[Review] - Cosmos: A Space-Time Odyssey

Courtesy of Cosmos Studios
The original Cosmos: A Personal Voyage had a simultaneously simple and complex intent: educate the public on the immensity and complexity of the universe, and ignite a interest in science that had waned somewhat from the headier days of the space race. Cosmos: A Space-Time Odyssey had a similarly difficult challenge facing them: reignite that interest in science, and combat a growing duel-nature culture where intellect and science are vilified.

The success or failure of Carl Sagan's original programme can be measured, with the benefit of 24 years hindsight. It introduced a willing audience to concepts and terminology that entered the public consciousness. While not everyone understands exactly what they are or how they work, there are few that wouldn't recognize the word "supernova." And while it didn't turn the West into a science-mad super culture, it inspired enough minds at the right moment, to spur a new generation of professional discoverers. Will the refresher course be as success? Only time will tell. But between Neil deGrasse Tyson's impassioned narration, and the majesty of the visual, it certainly packs enough punch to do so.

Come with me...


This return to the Cosmos has two things going for it more than any other: Tyson, and the look. And I'll start with the latter. This series looked gorgeous. Our technology has advanced to the point where we can reproduce the grandeur, the scale and the beauty of what the universe has to offer. And it actually becomes part of the problem. This series does take an overly romantic view of things more often than not. It's not necessarily a bad thing. But romanticizing science can result in glossing over things. The beauty of science is it's exactness. Spend too much time being dazzled by the lights, you ignore the bulb, which is where the magic is happening.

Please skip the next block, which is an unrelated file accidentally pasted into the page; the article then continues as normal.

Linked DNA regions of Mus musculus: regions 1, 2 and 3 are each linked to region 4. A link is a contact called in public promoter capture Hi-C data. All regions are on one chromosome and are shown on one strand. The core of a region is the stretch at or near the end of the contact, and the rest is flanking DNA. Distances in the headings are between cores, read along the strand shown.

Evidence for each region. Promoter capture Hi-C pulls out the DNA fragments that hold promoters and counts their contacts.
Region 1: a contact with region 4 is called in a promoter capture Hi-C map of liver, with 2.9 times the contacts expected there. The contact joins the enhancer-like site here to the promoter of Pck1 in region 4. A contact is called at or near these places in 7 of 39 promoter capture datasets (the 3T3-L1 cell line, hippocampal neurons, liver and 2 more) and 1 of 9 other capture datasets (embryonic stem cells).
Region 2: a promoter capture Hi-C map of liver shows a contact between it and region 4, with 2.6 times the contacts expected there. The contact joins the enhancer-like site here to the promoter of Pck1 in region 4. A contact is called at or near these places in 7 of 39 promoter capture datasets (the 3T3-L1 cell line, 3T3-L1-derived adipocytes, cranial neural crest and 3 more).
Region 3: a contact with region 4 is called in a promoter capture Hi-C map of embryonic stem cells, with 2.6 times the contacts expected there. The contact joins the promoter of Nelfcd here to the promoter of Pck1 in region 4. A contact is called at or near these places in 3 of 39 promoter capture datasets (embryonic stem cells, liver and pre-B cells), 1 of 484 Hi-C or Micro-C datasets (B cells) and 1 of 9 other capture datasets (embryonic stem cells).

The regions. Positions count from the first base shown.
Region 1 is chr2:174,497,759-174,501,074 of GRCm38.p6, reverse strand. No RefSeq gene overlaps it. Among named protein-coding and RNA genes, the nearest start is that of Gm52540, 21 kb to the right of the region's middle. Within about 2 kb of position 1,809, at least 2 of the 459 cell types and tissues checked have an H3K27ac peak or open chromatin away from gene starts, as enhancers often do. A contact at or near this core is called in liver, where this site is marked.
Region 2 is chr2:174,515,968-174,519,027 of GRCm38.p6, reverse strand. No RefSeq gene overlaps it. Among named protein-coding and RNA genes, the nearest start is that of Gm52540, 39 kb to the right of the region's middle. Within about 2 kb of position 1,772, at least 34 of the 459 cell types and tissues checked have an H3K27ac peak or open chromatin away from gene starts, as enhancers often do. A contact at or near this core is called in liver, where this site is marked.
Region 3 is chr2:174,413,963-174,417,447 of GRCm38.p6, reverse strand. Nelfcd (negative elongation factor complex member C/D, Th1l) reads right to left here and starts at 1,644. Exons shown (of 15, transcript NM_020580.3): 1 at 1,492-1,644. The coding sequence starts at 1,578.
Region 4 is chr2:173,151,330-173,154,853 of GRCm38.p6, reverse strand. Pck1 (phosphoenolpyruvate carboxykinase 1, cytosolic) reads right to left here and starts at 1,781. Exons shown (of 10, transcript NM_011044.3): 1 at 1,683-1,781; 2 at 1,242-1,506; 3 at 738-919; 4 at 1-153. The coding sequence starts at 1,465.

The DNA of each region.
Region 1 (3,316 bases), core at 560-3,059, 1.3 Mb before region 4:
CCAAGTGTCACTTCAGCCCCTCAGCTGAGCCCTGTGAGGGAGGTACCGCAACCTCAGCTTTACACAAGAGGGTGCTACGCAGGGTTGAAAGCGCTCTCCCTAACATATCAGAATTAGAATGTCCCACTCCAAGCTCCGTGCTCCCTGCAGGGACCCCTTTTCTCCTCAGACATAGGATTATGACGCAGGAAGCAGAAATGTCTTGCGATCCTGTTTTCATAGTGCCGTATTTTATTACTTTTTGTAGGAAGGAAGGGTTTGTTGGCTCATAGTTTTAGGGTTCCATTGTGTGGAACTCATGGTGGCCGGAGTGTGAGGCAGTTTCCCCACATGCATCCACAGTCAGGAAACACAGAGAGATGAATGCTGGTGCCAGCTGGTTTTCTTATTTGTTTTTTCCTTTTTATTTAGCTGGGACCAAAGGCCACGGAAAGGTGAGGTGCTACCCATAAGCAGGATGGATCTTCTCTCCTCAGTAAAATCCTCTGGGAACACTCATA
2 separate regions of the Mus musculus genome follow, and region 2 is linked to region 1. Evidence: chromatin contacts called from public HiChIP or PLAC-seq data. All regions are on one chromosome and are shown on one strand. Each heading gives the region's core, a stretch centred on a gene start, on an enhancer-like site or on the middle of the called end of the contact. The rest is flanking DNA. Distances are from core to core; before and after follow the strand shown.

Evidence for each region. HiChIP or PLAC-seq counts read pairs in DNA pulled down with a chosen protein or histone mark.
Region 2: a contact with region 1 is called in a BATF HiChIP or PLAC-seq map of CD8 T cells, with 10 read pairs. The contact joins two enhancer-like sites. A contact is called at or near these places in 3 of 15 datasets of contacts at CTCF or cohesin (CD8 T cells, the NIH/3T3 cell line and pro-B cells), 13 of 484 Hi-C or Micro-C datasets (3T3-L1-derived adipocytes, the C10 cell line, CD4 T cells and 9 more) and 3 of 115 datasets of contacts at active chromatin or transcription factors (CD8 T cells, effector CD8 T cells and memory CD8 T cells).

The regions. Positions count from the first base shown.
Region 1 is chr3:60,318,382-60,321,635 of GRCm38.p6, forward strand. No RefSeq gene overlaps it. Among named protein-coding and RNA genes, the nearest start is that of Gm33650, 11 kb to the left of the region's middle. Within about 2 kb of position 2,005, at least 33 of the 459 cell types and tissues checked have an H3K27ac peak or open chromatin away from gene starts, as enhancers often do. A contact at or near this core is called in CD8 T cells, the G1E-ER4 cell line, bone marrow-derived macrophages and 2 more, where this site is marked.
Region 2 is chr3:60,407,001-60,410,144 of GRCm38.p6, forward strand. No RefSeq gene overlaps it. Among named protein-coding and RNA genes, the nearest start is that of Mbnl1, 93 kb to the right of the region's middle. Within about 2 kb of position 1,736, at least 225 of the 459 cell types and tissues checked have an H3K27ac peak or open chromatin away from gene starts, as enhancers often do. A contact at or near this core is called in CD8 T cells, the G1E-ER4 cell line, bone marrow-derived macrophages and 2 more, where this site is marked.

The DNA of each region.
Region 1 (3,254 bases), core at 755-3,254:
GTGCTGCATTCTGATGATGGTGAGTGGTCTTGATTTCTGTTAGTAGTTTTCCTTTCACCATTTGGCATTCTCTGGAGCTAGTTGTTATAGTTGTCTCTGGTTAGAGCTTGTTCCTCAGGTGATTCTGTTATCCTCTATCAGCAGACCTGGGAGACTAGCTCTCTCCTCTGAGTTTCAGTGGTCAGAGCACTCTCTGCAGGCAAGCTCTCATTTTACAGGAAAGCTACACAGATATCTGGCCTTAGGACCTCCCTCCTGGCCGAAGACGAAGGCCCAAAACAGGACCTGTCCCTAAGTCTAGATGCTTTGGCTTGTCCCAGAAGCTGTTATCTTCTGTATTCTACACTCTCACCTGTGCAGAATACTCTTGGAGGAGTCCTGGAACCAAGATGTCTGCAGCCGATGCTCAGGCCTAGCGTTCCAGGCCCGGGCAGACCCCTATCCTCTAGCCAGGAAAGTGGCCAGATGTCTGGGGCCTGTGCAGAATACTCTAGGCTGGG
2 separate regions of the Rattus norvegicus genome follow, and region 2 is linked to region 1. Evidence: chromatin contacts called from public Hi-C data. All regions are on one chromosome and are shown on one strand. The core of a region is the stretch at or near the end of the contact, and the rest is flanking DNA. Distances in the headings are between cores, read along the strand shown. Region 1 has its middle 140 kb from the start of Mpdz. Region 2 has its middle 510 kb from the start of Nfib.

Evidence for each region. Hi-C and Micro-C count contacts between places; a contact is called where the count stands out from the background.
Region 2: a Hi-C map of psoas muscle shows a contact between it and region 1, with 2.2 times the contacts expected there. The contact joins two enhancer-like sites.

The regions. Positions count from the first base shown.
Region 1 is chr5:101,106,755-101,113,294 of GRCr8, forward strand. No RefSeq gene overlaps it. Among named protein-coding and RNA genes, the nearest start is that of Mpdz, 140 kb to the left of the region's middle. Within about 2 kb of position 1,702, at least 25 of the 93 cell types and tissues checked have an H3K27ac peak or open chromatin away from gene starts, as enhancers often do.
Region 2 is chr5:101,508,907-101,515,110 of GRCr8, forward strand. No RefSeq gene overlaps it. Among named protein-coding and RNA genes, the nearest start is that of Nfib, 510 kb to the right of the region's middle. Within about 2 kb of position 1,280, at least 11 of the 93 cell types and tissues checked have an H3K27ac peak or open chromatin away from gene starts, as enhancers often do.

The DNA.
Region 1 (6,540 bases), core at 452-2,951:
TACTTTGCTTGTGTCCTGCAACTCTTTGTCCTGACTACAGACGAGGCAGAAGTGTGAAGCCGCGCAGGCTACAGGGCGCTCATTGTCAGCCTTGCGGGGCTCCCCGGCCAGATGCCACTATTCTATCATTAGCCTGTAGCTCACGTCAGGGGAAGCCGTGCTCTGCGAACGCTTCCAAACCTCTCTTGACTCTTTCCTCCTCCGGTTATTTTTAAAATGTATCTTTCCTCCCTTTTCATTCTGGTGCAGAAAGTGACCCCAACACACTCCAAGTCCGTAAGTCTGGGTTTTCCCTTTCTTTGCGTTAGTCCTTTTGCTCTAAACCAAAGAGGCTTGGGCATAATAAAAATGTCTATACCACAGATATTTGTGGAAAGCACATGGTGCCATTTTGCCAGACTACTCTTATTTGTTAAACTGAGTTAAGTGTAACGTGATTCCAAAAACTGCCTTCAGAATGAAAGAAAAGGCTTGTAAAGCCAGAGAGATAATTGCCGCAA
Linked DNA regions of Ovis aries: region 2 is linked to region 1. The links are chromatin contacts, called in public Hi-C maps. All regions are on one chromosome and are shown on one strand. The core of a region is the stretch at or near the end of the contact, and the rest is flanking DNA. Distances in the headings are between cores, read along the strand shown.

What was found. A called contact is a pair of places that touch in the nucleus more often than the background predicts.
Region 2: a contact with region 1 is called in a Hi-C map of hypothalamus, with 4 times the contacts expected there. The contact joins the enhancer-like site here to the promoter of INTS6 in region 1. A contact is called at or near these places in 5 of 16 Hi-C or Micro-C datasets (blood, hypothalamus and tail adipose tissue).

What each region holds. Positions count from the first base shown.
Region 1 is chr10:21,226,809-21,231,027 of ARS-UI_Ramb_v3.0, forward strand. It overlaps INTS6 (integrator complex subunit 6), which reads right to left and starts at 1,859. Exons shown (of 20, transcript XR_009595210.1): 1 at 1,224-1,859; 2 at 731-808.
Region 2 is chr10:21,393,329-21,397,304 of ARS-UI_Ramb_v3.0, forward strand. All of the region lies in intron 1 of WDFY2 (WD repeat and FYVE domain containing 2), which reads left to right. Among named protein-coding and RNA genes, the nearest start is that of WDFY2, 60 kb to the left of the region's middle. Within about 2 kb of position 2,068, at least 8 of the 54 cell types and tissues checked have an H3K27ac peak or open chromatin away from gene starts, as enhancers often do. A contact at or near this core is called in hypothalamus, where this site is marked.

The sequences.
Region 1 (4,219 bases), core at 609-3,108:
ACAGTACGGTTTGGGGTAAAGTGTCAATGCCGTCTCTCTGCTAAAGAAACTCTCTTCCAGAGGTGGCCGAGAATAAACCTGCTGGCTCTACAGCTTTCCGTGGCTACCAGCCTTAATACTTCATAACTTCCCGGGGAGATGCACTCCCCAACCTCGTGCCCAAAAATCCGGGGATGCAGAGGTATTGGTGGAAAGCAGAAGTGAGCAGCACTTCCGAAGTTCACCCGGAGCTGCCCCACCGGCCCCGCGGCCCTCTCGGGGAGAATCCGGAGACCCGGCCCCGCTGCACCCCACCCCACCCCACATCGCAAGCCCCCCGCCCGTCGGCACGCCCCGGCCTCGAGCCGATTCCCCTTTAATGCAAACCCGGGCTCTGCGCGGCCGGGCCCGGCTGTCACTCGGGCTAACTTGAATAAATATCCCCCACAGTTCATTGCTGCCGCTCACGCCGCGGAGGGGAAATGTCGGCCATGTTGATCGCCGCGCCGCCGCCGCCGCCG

Occasionally, the show would tilt towards audience expectation, like the Ship Of The Imagination weaving through an asteroid field densely packed. But, the series is also exceptionally good at catching it's own shortcomings. Like when it specifically states that the images the public wonders over the the Hubble and the like are usually combined images from multiple frequencies. Then, the series would cycle through the various frequencies, showing the viewer would things would look like through a slightly different lens.

But it does look amazing. While Sagan was operating at the cusp of his technology, this version uses technology that has been well honed. So while Sagan's had an earnest, clinical, genuine feel, this series has a very cinematic, grand, and fantastical element to it. There is literally nothing that the series couldn't do or reproduce using a liberal application of digital technology. And used that liberal application to guide the viewer through some very challenging topics.